Web3Nomad: Algorithms

1. Modified Behavior

Algorithms govern our digital reality.
Everyone is embedded in them regardles of what service you use. Even if you are a spammer polluting peoples inboxes and feeds, you have been rewarded or punished by the algorithms.

Why did we create them?
We believe it was to surface better content.

My question after many years of working with and seeing all the different content types to be seen and all of the spammers' games and tricks is, at what cost?

"There are no solutions, there are only trade-offs". - Thomas Sowell

One thing that people missed early on about implementing algorithms was the behavioral change that would cascade on society.

The social media and video app algos turned creators from all different types of niches, from all over the world, who were doing their own thing, and flattened them and standardized them to where no matter what you were making, the style was the same.

Same editing types, same thumbnails designs, same intros and outros, full of free ads in the form of social media logos. Creators went from creating for themselves to creating for the algos. Creating for themselves was not an option that would compete. People can still create what they want really, but you have to behave a certain way for the algo to pick it up. Algos didn't just change our content, they chande us. And they reward and punish all the behavior you see online.

2. "Most Of The Internet Is Hidden"

This is a sentence that has spun in my mind for years the more I worked with content. Something that my peers and supervisors also missed.
We say that algorithms are used to surface content, but it's quite the opposite. It is used to hide most of the content that ever gets published. And your content will never see the light of day unless you meet the standards of the people who design the algos.

Do a google search and the videos that appear at the top are from YouTube. This is by design. Your cool video on Joystream on the same topic will be on page 50 of those results. When was the last time you went past the first page of a google search? Everything is hidden.

Obviously, people don't have the time nor the patience to comb through every piece of content that gets uploaded to find something they want to watch and some sort of algo IS required to serve people better content. But who decides on the specs that algorithm? This is a question to be raised.

Now a days people are more aware of their recommendation algorithms and are able to "hack" them so that it throws them into a new rabbit hole of their choice. And in that sense you may be able to see content that you would have never seen had you not gone down that specific rabbit hole. But it's still hiding most of the content.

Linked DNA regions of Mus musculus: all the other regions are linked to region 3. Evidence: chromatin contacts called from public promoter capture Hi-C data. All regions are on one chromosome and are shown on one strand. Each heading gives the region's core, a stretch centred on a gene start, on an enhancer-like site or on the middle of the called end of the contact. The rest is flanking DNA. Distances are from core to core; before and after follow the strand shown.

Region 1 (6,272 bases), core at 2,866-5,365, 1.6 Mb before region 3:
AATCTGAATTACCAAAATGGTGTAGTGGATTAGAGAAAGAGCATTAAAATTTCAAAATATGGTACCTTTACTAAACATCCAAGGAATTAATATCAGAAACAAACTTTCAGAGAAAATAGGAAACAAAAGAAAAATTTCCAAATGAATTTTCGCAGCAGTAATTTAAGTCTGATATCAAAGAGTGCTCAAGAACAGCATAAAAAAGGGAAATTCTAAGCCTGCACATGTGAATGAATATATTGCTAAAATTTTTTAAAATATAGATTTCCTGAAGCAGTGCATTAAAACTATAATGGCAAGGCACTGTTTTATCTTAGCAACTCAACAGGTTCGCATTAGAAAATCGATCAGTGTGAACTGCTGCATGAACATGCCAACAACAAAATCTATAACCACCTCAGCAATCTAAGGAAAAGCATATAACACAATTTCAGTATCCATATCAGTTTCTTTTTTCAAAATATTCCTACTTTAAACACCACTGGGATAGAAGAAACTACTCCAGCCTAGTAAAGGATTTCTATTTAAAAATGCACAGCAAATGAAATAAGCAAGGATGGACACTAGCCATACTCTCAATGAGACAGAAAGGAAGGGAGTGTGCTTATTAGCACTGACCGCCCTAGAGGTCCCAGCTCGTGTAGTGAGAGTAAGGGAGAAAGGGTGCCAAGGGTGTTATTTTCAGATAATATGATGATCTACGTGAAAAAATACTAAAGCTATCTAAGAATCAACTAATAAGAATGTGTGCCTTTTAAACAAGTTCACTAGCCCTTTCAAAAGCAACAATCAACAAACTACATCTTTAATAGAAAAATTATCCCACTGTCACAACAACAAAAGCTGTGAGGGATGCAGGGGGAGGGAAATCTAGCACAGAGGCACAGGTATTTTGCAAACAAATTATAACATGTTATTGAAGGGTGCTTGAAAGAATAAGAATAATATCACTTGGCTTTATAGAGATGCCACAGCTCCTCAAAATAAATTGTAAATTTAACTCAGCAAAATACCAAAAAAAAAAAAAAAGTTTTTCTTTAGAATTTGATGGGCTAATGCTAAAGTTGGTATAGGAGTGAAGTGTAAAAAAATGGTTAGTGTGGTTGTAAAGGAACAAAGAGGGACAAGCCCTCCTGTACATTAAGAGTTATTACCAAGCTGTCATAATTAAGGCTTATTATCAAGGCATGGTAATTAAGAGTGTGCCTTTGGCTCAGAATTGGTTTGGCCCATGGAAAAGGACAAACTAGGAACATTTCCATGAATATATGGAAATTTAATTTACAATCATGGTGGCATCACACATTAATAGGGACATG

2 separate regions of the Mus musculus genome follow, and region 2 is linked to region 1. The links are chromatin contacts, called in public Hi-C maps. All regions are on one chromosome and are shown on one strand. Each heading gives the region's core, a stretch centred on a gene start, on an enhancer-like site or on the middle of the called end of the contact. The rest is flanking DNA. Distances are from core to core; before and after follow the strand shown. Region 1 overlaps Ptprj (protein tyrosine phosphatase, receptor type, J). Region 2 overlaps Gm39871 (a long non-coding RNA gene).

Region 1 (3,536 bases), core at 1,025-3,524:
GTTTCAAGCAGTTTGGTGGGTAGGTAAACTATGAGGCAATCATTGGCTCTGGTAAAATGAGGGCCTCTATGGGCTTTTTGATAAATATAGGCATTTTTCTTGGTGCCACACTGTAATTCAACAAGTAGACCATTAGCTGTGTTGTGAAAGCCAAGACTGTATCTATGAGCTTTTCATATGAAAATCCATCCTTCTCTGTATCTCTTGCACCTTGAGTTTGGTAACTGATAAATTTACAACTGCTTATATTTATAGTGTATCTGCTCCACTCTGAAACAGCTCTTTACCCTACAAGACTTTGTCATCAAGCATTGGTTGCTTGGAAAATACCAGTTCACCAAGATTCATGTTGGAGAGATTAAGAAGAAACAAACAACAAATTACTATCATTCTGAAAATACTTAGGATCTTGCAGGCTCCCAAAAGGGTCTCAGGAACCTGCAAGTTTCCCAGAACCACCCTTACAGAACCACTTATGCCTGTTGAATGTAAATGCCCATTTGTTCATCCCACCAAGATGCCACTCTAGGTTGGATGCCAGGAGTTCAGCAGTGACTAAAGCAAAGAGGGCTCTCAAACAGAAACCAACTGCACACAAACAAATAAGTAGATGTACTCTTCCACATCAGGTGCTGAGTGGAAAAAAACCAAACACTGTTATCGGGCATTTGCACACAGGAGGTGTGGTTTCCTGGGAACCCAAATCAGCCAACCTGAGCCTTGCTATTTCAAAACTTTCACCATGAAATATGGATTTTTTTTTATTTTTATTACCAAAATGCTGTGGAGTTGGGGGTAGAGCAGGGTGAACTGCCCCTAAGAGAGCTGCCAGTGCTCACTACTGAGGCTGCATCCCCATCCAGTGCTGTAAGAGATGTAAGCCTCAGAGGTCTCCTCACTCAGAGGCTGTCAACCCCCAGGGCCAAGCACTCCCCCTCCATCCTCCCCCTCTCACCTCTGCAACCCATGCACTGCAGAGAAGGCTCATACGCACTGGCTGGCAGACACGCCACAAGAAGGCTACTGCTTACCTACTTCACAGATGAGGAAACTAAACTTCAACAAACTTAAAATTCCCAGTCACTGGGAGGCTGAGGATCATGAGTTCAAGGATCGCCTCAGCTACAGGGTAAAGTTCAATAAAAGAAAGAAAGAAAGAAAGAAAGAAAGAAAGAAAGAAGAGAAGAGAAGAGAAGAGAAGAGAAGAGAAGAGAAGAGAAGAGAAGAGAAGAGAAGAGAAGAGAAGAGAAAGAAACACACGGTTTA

You like one user's video and it will give you 10-50 vids of that user before it shows you something else or you start disliking that user or go into a different rabbithole or niche. Those are all missed opportunities for other content to surface. Other creators to be discovered. Other new ideas to be spread. The trade-off of liking something on social media is seeing less of other things.

3. Decentralize The Algos

Returning to the question of: who decides what the algo does for you?
Some people that have put some thought into this believe that it should be you. Your social media profile should have an algo section full of toggles and properties that you, the user, should be able to control. Turn on and off, or simply put it on auto and let the app do it for you if you so choose.

As a user, getting granular on what the algo does for you is something that should be available. Being able to tell the algo " Don't show me more than 2 vids of the same user per day" is something that you as a user should be able to control. "Don't show me content from people I don't follow" or viceversa "Show me mostly content from people I don't follow". These should all be options for the users, not a small team of people in a room somehwere building an algo based on their preferences.
Mute buttons, block content types, exclude or include categories, frequency, max number posts you'd like to see in a day if you want to control for your content diet, exclude content with paid advertising, likes don't affect my algo, prioritize new uploads, prioritize favorites, create a hierarchy of prioritizations, etc. These are all toggles or levers that you should be able to turn on and off at your own will. You design your algo.
That way, people don't have to create to "hack" any specific algorithm. They can go back to creating for themselves and let people really choose what content they engage with.

4. Baby Steps

It is understood that building something like this would be very complexe. I'm non-technical so I can't even think about how something like this can be accomplished. Now that we have all these new AI models it may not even be necessary, I don't know.

Baby steps. Start with just a few toggles available for the users. Simple stuff that users can view or hide and slowly roll out more granularity.
Then maybe, we can unhide some of the safe and consumable parts of the internet that have been punished by the centralized algos.

Keep in mind that there are no solutions, only trade-offs. This will have it's own set of problems and behavior changes that cannot be predicted.

Thank you for reading 🙏❤️

All images created using Bing AI.

#web3 #socialmedia #algorithms #web3nomad #contentcreators

Eclipsing BinaryPost author

Traversing space and time singing about the cosmos, society and love. Web3Nomad https://eclipsingbinary.net/